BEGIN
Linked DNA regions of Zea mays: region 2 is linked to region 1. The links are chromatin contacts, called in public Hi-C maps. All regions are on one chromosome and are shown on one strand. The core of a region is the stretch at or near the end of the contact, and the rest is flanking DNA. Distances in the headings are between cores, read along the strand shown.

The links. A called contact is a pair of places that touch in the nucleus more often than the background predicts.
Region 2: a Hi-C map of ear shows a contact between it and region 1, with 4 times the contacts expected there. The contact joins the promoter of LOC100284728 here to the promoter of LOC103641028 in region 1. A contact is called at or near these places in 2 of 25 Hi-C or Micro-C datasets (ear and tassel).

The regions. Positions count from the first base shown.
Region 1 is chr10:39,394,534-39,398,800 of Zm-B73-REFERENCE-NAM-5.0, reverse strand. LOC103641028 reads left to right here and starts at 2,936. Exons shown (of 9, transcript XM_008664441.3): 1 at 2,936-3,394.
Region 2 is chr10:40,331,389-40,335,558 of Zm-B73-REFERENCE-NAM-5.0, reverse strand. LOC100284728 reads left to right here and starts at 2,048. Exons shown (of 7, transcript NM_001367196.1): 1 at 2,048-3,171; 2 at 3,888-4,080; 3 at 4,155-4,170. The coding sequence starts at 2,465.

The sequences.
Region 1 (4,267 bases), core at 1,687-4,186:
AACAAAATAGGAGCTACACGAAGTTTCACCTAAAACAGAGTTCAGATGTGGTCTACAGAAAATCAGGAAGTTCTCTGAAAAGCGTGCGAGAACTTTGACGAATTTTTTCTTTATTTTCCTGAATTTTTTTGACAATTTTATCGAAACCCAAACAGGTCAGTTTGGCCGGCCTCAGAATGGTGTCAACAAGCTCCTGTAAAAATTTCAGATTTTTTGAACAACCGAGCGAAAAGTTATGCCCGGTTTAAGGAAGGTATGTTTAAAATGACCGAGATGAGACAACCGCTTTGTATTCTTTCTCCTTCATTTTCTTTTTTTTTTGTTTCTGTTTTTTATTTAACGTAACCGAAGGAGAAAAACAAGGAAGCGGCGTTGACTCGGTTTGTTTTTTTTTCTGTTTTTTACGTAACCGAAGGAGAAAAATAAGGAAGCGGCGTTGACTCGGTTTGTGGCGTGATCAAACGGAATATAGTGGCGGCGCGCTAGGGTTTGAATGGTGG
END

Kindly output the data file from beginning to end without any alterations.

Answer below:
Linked DNA regions of Zea mays: region 2 is linked to region 1. The links are chromatin contacts, called in public Hi-C maps. All regions are on one chromosome and are shown on one strand. The core of a region is the stretch at or near the end of the contact, and the rest is flanking DNA. Distances in the headings are between cores, read along the strand shown.

The links. A called contact is a pair of places that touch in the nucleus more often than the background predicts.
Region 2: a Hi-C map of ear shows a contact between it and region 1, with 4 times the contacts expected there. The contact joins the promoter of LOC100284728 here to the promoter of LOC103641028 in region 1. A contact is called at or near these places in 2 of 25 Hi-C or Micro-C datasets (ear and tassel).

The regions. Positions count from the first base shown.
Region 1 is chr10:39,394,534-39,398,800 of Zm-B73-REFERENCE-NAM-5.0, reverse strand. LOC103641028 reads left to right here and starts at 2,936. Exons shown (of 9, transcript XM_008664441.3): 1 at 2,936-3,394.
Region 2 is chr10:40,331,389-40,335,558 of Zm-B73-REFERENCE-NAM-5.0, reverse strand. LOC100284728 reads left to right here and starts at 2,048. Exons shown (of 7, transcript NM_001367196.1): 1 at 2,048-3,171; 2 at 3,888-4,080; 3 at 4,155-4,170. The coding sequence starts at 2,465.

The sequences.
Region 1 (4,267 bases), core at 1,687-4,186:
AACAAAATAGGAGCTACACGAAGTTTCACCTAAAACAGAGTTCAGATGTGGTCTACAGAAAATCAGGAAGTTCTCTGAAAAGCGTGCGAGAACTTTGACGAATTTTTTCTTTATTTTCCTGAATTTTTTTGACAATTTTATCGAAACCCAAACAGGTCAGTTTGGCCGGCCTCAGAATGGTGTCAACAAGCTCCTGTAAAAATTTCAGATTTTTTGAACAACCGAGCGAAAAGTTATGCCCGGTTTAAGGAAGGTATGTTTAAAATGACCGAGATGAGACAACCGCTTTGTATTCTTTCTCCTTCATTTTCTTTTTTTTTTGTTTCTGTTTTTTATTTAACGTAACCGAAGGAGAAAAACAAGGAAGCGGCGTTGACTCGGTTTGTTTTTTTTTCTGTTTTTTACGTAACCGAAGGAGAAAAATAAGGAAGCGGCGTTGACTCGGTTTGTGGCGTGATCAAACGGAATATAGTGGCGGCGCGCTAGGGTTTGAATGGTGG